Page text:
Gum Disease Leads to More than Tooth Loss
While we have long known that gum disease can lead to tooth loss, new research shows that periodontitis can also lead to a general breakdown of the natural immune system in your body; by creating an imbalance between the "good" bacteria and the "bad" bacteria that normally exist within your body.
How gum disease affects your entire body
As reported at ScienceDaily.com, this imbalance is explained in this way:
"In a new study, University of Pennsylvania researchers show that bacteria responsible for many cases of periodontitis cause this imbalance, known as dysbiosis, with a sophisticated, two-prong manipulation of the human immune system.
Their findings, reported in the journal Cell Host & Microbe, lay out the mechanism, revealing that the periodontal bacterium Porphyromonas gingivalis acts on two molecular pathways to simultaneously block immune cells' killing ability while preserving the cells' ability to cause inflammation. The selective strategy protects "bystander" gum bacteria from immune system clearance, promoting dysbiosis and leading to the bone loss and inflammation that characterizes periodontitis. At the same time, breakdown products produced by inflammation provide essential nutrients that "feed" the dysbiotic microbial community. The result is a vicious cycle in which inflammation and dysbiosis reinforce one another, exacerbating periodontitis."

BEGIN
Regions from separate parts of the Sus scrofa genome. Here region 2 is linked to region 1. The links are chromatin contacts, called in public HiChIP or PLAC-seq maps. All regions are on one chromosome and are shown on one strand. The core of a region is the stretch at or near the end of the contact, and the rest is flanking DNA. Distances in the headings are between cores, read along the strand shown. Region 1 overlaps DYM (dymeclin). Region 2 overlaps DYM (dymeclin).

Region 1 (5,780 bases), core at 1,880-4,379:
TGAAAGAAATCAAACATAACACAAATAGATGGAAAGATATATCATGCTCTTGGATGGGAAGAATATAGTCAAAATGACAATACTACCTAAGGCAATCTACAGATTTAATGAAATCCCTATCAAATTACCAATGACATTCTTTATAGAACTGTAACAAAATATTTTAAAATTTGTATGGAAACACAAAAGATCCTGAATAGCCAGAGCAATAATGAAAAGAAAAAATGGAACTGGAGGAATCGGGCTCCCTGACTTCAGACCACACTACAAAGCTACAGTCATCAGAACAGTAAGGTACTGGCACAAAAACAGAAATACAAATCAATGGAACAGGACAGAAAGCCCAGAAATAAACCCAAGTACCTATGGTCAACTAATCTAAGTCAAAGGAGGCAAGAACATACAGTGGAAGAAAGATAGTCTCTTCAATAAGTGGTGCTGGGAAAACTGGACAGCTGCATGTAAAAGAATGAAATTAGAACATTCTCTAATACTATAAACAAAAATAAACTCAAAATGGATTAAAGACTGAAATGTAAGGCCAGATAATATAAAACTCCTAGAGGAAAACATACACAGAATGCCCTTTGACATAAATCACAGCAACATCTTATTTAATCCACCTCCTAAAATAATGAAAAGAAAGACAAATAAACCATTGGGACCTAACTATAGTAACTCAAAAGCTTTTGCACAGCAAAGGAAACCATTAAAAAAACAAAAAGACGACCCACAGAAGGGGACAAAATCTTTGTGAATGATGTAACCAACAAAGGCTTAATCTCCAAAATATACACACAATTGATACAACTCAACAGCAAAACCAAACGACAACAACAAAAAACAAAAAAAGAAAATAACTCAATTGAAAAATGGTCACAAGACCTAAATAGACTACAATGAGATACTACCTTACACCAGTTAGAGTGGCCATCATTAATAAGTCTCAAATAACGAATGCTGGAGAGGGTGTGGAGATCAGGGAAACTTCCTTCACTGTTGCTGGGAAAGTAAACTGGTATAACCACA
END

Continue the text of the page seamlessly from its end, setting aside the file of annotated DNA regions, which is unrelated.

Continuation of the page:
The research identified a particular pathogen, known as P. gingivalis, as a "keystone pathogen" in the development of periodontitis. While such pathogens alone do not "cause" disease, researchers are beginning to understand that these pathogens my "instigate" the process by which the disease develops. However, such pathogens are not limited to the development of periodontitis.
"Scientists are beginning to suspect that keystone pathogens might be playing a role in irritable bowel disease, colon cancer and other inflammatory diseases,’ [George} Hajishengallis, a member of the study, said. ‘They're bugs that can't mediate the disease on their own; they need other, normally non-pathogenic bacteria to cause the inflammation.’"
Further study is needed, of course, yet the implications are clear – that gum disease can lead to serious health problems – beyond mere tooth loss, when left untreated.